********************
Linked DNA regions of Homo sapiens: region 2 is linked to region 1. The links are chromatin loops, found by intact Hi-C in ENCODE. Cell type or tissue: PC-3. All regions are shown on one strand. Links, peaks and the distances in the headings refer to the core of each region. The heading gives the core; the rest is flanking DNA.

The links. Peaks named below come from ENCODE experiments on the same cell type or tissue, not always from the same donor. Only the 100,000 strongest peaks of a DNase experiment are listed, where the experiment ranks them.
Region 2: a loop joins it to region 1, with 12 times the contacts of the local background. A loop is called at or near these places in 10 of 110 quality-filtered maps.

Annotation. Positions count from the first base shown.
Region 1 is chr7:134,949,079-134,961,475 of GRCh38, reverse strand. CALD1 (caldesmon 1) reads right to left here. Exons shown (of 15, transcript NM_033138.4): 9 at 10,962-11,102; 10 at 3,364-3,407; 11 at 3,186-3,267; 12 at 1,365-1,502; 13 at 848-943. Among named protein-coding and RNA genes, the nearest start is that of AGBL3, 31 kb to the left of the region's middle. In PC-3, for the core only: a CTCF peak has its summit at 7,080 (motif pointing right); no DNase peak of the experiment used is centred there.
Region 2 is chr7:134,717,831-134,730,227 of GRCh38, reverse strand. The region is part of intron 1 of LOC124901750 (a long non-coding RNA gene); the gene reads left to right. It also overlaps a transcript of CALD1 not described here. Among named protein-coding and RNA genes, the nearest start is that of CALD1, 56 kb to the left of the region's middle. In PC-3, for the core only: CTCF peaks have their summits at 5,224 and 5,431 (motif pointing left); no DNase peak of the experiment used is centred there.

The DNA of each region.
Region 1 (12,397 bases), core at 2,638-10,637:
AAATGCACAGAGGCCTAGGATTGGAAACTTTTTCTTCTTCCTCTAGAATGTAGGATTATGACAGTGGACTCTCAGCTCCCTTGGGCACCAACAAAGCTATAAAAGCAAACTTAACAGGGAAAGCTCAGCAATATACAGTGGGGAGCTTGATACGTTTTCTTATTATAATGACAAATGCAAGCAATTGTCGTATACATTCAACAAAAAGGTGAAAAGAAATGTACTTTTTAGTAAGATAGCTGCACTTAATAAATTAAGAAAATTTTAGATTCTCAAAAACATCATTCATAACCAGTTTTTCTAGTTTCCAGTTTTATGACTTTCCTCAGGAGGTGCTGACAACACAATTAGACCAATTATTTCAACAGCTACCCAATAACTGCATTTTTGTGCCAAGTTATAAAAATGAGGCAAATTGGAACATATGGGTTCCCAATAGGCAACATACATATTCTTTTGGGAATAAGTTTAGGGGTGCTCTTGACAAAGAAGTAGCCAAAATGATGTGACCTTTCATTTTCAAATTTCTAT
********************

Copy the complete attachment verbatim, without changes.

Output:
Linked DNA regions of Homo sapiens: region 2 is linked to region 1. The links are chromatin loops, found by intact Hi-C in ENCODE. Cell type or tissue: PC-3. All regions are shown on one strand. Links, peaks and the distances in the headings refer to the core of each region. The heading gives the core; the rest is flanking DNA.

The links. Peaks named below come from ENCODE experiments on the same cell type or tissue, not always from the same donor. Only the 100,000 strongest peaks of a DNase experiment are listed, where the experiment ranks them.
Region 2: a loop joins it to region 1, with 12 times the contacts of the local background. A loop is called at or near these places in 10 of 110 quality-filtered maps.

Annotation. Positions count from the first base shown.
Region 1 is chr7:134,949,079-134,961,475 of GRCh38, reverse strand. CALD1 (caldesmon 1) reads right to left here. Exons shown (of 15, transcript NM_033138.4): 9 at 10,962-11,102; 10 at 3,364-3,407; 11 at 3,186-3,267; 12 at 1,365-1,502; 13 at 848-943. Among named protein-coding and RNA genes, the nearest start is that of AGBL3, 31 kb to the left of the region's middle. In PC-3, for the core only: a CTCF peak has its summit at 7,080 (motif pointing right); no DNase peak of the experiment used is centred there.
Region 2 is chr7:134,717,831-134,730,227 of GRCh38, reverse strand. The region is part of intron 1 of LOC124901750 (a long non-coding RNA gene); the gene reads left to right. It also overlaps a transcript of CALD1 not described here. Among named protein-coding and RNA genes, the nearest start is that of CALD1, 56 kb to the left of the region's middle. In PC-3, for the core only: CTCF peaks have their summits at 5,224 and 5,431 (motif pointing left); no DNase peak of the experiment used is centred there.

The DNA of each region.
Region 1 (12,397 bases), core at 2,638-10,637:
AAATGCACAGAGGCCTAGGATTGGAAACTTTTTCTTCTTCCTCTAGAATGTAGGATTATGACAGTGGACTCTCAGCTCCCTTGGGCACCAACAAAGCTATAAAAGCAAACTTAACAGGGAAAGCTCAGCAATATACAGTGGGGAGCTTGATACGTTTTCTTATTATAATGACAAATGCAAGCAATTGTCGTATACATTCAACAAAAAGGTGAAAAGAAATGTACTTTTTAGTAAGATAGCTGCACTTAATAAATTAAGAAAATTTTAGATTCTCAAAAACATCATTCATAACCAGTTTTTCTAGTTTCCAGTTTTATGACTTTCCTCAGGAGGTGCTGACAACACAATTAGACCAATTATTTCAACAGCTACCCAATAACTGCATTTTTGTGCCAAGTTATAAAAATGAGGCAAATTGGAACATATGGGTTCCCAATAGGCAACATACATATTCTTTTGGGAATAAGTTTAGGGGTGCTCTTGACAAAGAAGTAGCCAAAATGATGTGACCTTTCATTTTCAAATTTCTAT